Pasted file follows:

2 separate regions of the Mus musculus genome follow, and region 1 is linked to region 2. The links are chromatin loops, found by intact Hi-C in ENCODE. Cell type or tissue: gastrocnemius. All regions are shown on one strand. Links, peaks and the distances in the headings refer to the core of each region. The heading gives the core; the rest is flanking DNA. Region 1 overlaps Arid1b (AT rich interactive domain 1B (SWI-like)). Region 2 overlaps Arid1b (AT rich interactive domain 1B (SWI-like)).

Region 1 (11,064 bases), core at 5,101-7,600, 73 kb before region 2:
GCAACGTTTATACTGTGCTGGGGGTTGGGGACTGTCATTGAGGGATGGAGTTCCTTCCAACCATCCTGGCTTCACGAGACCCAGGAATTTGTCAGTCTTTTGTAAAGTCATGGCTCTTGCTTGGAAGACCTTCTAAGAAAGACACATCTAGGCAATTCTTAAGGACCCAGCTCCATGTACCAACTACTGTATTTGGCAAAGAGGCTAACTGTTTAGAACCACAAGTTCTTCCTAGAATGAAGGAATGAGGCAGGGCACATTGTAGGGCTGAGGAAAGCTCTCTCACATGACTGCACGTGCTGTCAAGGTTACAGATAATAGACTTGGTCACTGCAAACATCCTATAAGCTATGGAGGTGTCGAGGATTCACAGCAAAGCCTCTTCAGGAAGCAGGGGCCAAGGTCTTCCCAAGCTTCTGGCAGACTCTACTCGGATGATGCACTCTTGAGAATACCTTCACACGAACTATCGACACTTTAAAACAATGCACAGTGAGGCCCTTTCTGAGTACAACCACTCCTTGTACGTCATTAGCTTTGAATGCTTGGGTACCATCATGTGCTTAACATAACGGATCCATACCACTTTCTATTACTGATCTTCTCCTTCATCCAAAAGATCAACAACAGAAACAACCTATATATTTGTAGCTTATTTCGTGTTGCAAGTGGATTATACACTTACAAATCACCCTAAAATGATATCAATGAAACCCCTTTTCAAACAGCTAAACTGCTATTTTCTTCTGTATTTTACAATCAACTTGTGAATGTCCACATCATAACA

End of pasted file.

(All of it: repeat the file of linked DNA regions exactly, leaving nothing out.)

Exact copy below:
2 separate regions of the Mus musculus genome follow, and region 1 is linked to region 2. The links are chromatin loops, found by intact Hi-C in ENCODE. Cell type or tissue: gastrocnemius. All regions are shown on one strand. Links, peaks and the distances in the headings refer to the core of each region. The heading gives the core; the rest is flanking DNA. Region 1 overlaps Arid1b (AT rich interactive domain 1B (SWI-like)). Region 2 overlaps Arid1b (AT rich interactive domain 1B (SWI-like)).

Region 1 (11,064 bases), core at 5,101-7,600, 73 kb before region 2:
GCAACGTTTATACTGTGCTGGGGGTTGGGGACTGTCATTGAGGGATGGAGTTCCTTCCAACCATCCTGGCTTCACGAGACCCAGGAATTTGTCAGTCTTTTGTAAAGTCATGGCTCTTGCTTGGAAGACCTTCTAAGAAAGACACATCTAGGCAATTCTTAAGGACCCAGCTCCATGTACCAACTACTGTATTTGGCAAAGAGGCTAACTGTTTAGAACCACAAGTTCTTCCTAGAATGAAGGAATGAGGCAGGGCACATTGTAGGGCTGAGGAAAGCTCTCTCACATGACTGCACGTGCTGTCAAGGTTACAGATAATAGACTTGGTCACTGCAAACATCCTATAAGCTATGGAGGTGTCGAGGATTCACAGCAAAGCCTCTTCAGGAAGCAGGGGCCAAGGTCTTCCCAAGCTTCTGGCAGACTCTACTCGGATGATGCACTCTTGAGAATACCTTCACACGAACTATCGACACTTTAAAACAATGCACAGTGAGGCCCTTTCTGAGTACAACCACTCCTTGTACGTCATTAGCTTTGAATGCTTGGGTACCATCATGTGCTTAACATAACGGATCCATACCACTTTCTATTACTGATCTTCTCCTTCATCCAAAAGATCAACAACAGAAACAACCTATATATTTGTAGCTTATTTCGTGTTGCAAGTGGATTATACACTTACAAATCACCCTAAAATGATATCAATGAAACCCCTTTTCAAACAGCTAAACTGCTATTTTCTTCTGTATTTTACAATCAACTTGTGAATGTCCACATCATAACA